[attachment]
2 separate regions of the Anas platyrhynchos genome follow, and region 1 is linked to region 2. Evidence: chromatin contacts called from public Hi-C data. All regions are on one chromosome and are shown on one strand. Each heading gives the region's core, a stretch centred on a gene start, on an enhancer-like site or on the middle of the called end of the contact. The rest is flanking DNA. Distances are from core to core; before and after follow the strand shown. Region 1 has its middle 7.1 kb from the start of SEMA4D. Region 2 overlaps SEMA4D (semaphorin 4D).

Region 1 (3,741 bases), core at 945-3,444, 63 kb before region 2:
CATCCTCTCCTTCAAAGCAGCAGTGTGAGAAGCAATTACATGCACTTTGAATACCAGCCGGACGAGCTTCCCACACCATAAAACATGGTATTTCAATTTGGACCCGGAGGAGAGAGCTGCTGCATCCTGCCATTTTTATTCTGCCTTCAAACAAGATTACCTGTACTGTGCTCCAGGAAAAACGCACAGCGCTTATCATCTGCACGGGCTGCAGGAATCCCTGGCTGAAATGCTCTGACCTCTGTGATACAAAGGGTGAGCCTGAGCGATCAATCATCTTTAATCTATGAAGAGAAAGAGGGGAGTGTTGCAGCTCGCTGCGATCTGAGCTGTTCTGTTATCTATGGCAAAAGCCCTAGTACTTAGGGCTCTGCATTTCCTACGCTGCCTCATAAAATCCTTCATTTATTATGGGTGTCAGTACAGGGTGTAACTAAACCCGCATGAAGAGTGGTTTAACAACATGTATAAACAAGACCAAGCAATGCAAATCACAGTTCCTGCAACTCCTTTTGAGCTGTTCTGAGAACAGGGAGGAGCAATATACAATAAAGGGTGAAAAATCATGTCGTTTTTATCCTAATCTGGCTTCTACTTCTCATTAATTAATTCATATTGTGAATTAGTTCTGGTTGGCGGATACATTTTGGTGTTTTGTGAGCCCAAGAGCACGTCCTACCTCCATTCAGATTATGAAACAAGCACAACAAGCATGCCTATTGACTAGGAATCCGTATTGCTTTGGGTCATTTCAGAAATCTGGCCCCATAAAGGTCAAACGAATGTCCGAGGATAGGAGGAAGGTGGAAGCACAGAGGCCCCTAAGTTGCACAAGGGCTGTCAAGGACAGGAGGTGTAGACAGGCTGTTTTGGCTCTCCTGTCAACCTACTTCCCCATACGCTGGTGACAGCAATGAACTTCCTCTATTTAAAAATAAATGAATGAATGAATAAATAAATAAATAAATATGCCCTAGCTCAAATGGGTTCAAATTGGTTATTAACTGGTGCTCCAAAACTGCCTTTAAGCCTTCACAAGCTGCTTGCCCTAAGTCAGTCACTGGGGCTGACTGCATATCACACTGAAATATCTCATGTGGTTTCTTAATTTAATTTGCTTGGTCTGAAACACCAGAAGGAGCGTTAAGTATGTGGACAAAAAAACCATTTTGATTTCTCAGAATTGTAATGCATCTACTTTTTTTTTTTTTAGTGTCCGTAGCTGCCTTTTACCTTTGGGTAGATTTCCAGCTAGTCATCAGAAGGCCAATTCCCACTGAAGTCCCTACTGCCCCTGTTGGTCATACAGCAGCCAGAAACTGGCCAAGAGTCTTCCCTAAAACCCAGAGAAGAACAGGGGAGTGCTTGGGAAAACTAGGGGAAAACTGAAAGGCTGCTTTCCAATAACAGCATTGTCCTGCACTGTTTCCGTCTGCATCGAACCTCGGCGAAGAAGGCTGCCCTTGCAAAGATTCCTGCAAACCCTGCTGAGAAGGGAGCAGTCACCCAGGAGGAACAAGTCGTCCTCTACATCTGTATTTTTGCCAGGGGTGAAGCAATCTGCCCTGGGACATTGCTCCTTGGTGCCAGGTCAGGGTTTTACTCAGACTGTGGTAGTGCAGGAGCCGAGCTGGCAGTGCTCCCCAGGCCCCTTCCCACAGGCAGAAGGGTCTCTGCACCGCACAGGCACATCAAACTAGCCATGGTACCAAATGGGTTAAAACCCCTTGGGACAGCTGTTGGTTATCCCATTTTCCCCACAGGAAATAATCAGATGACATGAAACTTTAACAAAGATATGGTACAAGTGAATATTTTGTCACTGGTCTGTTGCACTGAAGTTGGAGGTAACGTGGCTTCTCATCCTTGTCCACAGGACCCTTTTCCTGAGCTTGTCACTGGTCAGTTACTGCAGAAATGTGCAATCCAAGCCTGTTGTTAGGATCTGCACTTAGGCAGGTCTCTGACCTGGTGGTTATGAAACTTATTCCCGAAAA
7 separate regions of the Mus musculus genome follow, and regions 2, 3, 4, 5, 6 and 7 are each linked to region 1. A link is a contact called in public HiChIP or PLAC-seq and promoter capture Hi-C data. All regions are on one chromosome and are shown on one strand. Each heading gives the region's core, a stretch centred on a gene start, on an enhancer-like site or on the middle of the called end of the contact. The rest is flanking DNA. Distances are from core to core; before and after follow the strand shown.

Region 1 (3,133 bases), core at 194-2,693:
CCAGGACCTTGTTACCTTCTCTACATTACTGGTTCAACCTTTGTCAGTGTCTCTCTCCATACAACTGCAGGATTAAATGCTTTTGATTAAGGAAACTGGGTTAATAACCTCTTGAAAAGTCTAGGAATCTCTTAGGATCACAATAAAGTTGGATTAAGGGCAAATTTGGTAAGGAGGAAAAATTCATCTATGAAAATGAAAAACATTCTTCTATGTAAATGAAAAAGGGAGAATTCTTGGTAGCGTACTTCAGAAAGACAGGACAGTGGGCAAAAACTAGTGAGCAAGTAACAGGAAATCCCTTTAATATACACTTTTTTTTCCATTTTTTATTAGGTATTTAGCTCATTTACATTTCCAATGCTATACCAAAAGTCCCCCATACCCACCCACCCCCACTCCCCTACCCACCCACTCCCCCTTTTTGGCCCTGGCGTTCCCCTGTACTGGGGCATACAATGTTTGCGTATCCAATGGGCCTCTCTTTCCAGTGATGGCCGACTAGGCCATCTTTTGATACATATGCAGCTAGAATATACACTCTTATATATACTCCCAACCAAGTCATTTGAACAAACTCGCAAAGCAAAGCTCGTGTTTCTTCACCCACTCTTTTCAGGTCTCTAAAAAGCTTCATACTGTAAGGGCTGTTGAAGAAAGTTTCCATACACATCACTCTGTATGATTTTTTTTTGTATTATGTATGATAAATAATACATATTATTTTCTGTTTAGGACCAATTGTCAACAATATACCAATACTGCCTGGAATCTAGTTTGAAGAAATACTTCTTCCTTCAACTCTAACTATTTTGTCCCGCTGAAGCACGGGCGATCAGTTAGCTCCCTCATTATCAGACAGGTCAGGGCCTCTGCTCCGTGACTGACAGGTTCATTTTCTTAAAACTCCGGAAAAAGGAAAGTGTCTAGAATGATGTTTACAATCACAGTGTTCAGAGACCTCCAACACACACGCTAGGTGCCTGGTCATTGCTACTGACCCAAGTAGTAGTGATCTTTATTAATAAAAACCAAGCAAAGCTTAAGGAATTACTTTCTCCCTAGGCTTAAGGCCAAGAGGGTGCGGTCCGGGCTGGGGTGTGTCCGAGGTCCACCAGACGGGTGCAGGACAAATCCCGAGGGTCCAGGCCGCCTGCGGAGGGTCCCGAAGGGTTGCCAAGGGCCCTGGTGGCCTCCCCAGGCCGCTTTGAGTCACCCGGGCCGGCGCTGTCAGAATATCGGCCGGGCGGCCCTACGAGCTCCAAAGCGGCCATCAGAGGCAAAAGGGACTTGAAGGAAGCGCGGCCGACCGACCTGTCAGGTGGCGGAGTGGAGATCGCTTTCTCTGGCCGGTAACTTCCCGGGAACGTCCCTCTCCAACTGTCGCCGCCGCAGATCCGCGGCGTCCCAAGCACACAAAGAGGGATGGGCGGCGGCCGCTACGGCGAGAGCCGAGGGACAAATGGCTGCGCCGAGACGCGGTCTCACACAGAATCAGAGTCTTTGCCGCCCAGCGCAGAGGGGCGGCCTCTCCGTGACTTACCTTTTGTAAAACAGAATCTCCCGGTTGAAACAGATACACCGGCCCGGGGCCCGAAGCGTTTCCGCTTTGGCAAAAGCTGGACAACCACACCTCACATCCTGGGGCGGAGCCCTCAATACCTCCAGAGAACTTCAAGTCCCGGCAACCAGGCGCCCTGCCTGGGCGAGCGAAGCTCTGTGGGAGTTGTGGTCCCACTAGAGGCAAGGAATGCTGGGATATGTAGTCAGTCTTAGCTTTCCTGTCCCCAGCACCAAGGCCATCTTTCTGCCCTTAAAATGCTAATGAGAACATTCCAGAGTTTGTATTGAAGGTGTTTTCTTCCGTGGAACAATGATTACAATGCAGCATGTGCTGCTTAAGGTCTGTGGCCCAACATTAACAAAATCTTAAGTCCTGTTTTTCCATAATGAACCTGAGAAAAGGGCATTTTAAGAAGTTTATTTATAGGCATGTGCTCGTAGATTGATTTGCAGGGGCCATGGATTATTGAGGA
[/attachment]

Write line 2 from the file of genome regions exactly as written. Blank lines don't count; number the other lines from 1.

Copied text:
Region 1 (3,741 bases), core at 945-3,444, 63 kb before region 2: